Last Updated: Sun Oct 17, 2010 00:21 am (KSA) 21:21 pm (GMT)

Iraqi Kurd digs up landmines after losing legs

Hoshiyar Ali keeps defused mines scattered through his home -- even in his bedroom (File)
Hoshiyar Ali keeps defused mines scattered through his home -- even in his bedroom (File)

Hoshiyar Ali lost both his legs to landmine blasts in northern Iraq and uses prosthetic limbs to walk, but he forges on with his life's work, digging mines from the ground with a knife to save others from his fate.

A retired major general in the Kurdish Peshmerga forces, Ali not only lost his legs but his 9-year-old brother to some of the millions of landmines that pepper Iraq's farms, railways, roads and rich oilfields, causing lingering damage to its efforts to rebuild an economy battered by war and economic sanctions.

 After mines ripped my brother's body to pieces I started doing this work, which I will continue until the day I die 
Hoshiyar Ali

Demining experts say individual deminers like Hoshiyar Ali make the work in minefields more dangerous because they don't use scientific methods.

The area where Ali works, the border between Iran and Iraq, is particularly littered with mines after the 1980s war between the two that killed a million people. Mines claimed 14,000 victims in Iraq between 1991 and 2007, according to the U.N. Development Program.

Ali, 47, joined the Peshmerga in Iraq's semiautonomous northern Kurdish region in 1986 to help defuse mines after the death of his little brother.

"After mines ripped my brother's body to pieces I started doing this work, which I will continue until the day I die," said Ali, who is married and has two daughters and a son.

"The repeated threat of landmines exploding will not stop me. My legs were amputated in 1989 and 1994, but this increased my determination to continue moving forward and remove the last landmines from Kurdistan."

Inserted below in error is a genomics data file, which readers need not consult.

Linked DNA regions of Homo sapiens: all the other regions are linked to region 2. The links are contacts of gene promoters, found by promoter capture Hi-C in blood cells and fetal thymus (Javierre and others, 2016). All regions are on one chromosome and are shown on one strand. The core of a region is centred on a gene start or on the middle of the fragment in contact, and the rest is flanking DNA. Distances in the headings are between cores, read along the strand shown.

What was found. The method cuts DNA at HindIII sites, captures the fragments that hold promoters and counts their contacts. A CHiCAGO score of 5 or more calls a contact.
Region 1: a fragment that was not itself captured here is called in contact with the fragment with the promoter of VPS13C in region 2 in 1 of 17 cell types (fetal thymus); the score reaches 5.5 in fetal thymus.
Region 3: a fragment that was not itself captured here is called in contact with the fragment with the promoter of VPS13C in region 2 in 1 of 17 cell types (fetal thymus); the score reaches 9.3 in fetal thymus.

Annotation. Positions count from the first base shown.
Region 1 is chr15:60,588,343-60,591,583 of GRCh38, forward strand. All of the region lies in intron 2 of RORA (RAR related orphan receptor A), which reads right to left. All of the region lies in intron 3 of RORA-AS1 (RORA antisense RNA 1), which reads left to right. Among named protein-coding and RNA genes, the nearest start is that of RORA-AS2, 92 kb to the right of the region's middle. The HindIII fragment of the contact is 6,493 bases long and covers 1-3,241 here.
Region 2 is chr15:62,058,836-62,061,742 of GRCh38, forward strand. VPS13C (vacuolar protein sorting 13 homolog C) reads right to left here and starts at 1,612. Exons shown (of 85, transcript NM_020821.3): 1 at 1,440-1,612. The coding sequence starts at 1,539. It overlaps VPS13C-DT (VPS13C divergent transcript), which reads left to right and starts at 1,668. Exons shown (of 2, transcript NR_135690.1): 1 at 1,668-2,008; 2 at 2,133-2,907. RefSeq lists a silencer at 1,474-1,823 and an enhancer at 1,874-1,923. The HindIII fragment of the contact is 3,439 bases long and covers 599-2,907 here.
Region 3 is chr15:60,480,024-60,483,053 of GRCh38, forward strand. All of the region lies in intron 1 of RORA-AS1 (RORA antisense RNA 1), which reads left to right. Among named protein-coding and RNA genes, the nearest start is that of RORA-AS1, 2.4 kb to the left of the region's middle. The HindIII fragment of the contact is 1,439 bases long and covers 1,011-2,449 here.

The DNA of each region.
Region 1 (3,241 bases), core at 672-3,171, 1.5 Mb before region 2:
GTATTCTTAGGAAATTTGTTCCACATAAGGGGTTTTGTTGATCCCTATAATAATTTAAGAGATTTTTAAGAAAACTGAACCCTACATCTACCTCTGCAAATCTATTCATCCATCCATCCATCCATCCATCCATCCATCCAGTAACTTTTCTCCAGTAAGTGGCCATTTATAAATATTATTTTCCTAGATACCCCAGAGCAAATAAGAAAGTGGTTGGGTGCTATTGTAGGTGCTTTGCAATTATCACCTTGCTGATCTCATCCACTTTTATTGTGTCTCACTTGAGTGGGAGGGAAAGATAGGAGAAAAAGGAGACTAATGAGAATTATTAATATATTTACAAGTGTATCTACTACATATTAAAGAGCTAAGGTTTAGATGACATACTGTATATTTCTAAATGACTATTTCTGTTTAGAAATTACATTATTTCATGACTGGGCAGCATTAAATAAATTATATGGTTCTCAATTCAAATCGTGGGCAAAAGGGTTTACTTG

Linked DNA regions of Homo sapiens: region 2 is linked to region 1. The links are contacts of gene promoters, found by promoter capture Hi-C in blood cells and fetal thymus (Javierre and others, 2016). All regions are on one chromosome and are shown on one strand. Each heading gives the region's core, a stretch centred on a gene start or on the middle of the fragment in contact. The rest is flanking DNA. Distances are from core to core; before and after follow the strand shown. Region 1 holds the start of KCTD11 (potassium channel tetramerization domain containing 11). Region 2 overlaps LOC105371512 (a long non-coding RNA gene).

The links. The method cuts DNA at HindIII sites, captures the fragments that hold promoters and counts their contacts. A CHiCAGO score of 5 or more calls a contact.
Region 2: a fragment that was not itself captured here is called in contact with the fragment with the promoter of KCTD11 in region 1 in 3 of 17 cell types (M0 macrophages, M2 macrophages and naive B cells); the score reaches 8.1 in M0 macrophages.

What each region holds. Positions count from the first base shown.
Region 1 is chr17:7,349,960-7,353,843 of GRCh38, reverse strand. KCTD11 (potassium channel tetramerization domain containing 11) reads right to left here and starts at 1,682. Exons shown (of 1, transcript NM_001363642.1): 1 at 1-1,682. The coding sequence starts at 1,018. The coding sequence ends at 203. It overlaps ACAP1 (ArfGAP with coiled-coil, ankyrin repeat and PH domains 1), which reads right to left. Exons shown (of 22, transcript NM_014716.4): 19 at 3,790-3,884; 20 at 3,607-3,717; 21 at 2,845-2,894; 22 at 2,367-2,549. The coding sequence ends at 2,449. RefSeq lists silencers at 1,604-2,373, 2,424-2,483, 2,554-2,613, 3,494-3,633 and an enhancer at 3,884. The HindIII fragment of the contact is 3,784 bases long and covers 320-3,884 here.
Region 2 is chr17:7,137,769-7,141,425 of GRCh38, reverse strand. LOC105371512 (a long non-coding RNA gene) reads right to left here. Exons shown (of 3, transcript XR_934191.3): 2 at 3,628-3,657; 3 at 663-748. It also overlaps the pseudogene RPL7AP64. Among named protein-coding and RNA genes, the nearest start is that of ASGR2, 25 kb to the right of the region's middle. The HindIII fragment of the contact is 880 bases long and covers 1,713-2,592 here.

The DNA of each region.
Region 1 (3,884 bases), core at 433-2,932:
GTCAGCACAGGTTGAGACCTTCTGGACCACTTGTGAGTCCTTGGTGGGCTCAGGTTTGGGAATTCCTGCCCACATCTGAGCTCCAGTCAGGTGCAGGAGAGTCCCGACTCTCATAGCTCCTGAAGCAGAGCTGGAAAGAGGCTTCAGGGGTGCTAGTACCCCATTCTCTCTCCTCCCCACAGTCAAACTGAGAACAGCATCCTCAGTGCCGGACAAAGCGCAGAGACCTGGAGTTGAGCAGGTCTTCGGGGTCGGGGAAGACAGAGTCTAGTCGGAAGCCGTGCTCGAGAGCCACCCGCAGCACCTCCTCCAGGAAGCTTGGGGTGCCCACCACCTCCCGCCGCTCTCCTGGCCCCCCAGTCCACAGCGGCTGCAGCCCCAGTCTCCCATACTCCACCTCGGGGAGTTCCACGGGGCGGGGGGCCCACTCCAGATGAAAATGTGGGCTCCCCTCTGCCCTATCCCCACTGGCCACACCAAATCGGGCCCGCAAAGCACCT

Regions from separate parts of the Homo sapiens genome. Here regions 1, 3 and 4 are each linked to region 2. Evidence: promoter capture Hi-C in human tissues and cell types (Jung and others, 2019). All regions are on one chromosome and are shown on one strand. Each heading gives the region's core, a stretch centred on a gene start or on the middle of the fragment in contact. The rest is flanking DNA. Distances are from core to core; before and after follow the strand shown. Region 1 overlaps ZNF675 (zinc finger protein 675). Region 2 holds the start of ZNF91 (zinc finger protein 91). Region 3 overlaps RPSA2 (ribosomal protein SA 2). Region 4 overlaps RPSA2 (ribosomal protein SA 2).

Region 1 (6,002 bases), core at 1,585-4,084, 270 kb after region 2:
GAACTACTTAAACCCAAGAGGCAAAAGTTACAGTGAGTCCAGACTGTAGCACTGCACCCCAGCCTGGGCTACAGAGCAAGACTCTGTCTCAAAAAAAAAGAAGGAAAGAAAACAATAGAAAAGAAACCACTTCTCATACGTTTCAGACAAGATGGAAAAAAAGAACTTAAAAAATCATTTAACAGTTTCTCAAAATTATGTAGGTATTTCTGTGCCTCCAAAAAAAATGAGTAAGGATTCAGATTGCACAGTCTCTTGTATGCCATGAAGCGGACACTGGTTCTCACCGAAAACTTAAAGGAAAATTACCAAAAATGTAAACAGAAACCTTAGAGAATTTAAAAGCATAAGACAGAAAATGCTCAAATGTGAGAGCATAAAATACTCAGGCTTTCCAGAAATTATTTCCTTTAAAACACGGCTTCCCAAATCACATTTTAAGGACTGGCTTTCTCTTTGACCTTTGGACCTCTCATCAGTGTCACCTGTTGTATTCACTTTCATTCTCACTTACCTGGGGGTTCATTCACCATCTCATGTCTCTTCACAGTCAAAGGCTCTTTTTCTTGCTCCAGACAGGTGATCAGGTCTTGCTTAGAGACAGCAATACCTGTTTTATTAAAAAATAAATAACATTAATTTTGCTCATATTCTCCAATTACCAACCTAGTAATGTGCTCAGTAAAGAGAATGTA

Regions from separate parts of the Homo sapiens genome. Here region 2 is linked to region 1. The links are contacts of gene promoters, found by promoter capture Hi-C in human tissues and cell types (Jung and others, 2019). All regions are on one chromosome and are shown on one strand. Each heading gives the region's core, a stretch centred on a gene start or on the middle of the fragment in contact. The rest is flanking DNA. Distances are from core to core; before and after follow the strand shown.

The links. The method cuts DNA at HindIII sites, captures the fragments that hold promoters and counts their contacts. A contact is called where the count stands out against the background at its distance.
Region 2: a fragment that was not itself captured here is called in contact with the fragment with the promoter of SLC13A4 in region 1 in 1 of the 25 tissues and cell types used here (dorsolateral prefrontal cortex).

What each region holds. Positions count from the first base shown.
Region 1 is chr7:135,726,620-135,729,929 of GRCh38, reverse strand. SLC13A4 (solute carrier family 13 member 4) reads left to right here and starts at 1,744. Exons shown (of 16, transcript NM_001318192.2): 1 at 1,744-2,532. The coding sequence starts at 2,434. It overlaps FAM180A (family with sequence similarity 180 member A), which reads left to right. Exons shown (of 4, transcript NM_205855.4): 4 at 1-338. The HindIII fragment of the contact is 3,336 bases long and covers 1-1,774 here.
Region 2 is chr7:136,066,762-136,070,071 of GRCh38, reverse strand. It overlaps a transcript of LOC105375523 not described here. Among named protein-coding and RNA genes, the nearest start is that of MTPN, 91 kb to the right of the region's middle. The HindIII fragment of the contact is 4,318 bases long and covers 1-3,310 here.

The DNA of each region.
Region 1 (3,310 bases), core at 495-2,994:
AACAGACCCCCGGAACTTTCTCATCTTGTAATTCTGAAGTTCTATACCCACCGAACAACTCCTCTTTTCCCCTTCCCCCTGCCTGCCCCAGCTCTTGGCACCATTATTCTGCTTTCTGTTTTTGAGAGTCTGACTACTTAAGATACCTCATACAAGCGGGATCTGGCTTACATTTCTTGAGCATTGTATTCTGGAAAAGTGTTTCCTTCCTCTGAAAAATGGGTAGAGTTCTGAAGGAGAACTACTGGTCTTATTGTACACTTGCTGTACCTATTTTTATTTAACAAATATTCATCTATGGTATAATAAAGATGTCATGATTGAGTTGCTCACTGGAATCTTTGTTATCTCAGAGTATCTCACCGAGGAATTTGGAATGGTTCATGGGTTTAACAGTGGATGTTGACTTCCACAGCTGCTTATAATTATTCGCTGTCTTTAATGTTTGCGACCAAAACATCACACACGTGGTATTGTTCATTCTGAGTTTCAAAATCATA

Ali keeps defused mines scattered through his home -- even in his bedroom -- in Halabja, a town made famous when dictator Saddam Hussein used chemical weapons on its residents in 1988, killing some 5,000 people.

He claims to have personally cleared more than 2 million mines across 540 acres (220 hectares) of Kurdish border land since 1986. That would amount to roughly 230 mines every day for 24 years.

Though not doubting his dedication, experts are skeptical of his figures.

 The number given by Hoshiyar is exaggerated and unreasonable because he works with simple and primitive tools 
Haji Massifi

"The number given by Hoshiyar is exaggerated and unreasonable because he works with simple and primitive tools," said Haji Massifi, general director of the mines department in the Kurdistan Regional Government.

"I know Hoshiyar Ali," said Mark Thompson, technical director at Mines Advisory Group, a British humanitarian group that has cleared 60 million square meters of Iraqi land.

"However, MAG Iraq is not in a position to confirm whether his claims of the removal of more than 2 million mines are true or not."

Groups like MAG, as well as some government officials who know him, have mixed feelings about Hoshiyar Ali.

"We appreciate his efforts. We gave him his pension because he lost his legs," said Sheikh Jaafar Mustafa, the government minister in charge of the Peshmerga. "But he must work more cautiously. He should work with competent mines organizations so as not to expose himself to death."

Landmines are seen as a major threat to Iraq's goal of rebuilding its war-ravaged economy and infrastructure by climbing into the top echelon of global oil producers. The government has signed a series of deals with oil majors to develop its under-utilised reserves, the world's third-largest.

The Iraqi government is aiming to clear all minefields by February 2018 in line with its obligations under the 1997 Mine Ban Treaty.

Massifi estimates that some 20 million mines were laid in the border regions between Iraq and Iran during their 1980-88 war, including some 9 million in Kurdistan alone. He said just 10 percent of mines have been cleared.

Mines hamper efforts to rebuild roads and railways that will be crucial in aiding the transport of oil.

But while the work needs to be done, groups like MAG and Norwegian firm NGO, which have cleared millions of square metres of land, say individual deminers make their jobs more difficult.

"When we go into the minefield ... and there are people who have removed some of the mines but not all, our work becomes more difficult and dangerous because their attempts may affect the scientific removal methods we use," said Shirko Hama Rasheed, chief of NGO, a branch of Norwegian People's Aid.

Hoshiyar Ali is undeterred. Clearing landmines is his life.

"My goal behind removing the mines is to serve and save the lives of innocent people and animals," he said.

"I love mine lifting and I feel comfortable doing it. I look at these mines before I sleep and they mean more than anything in my life."

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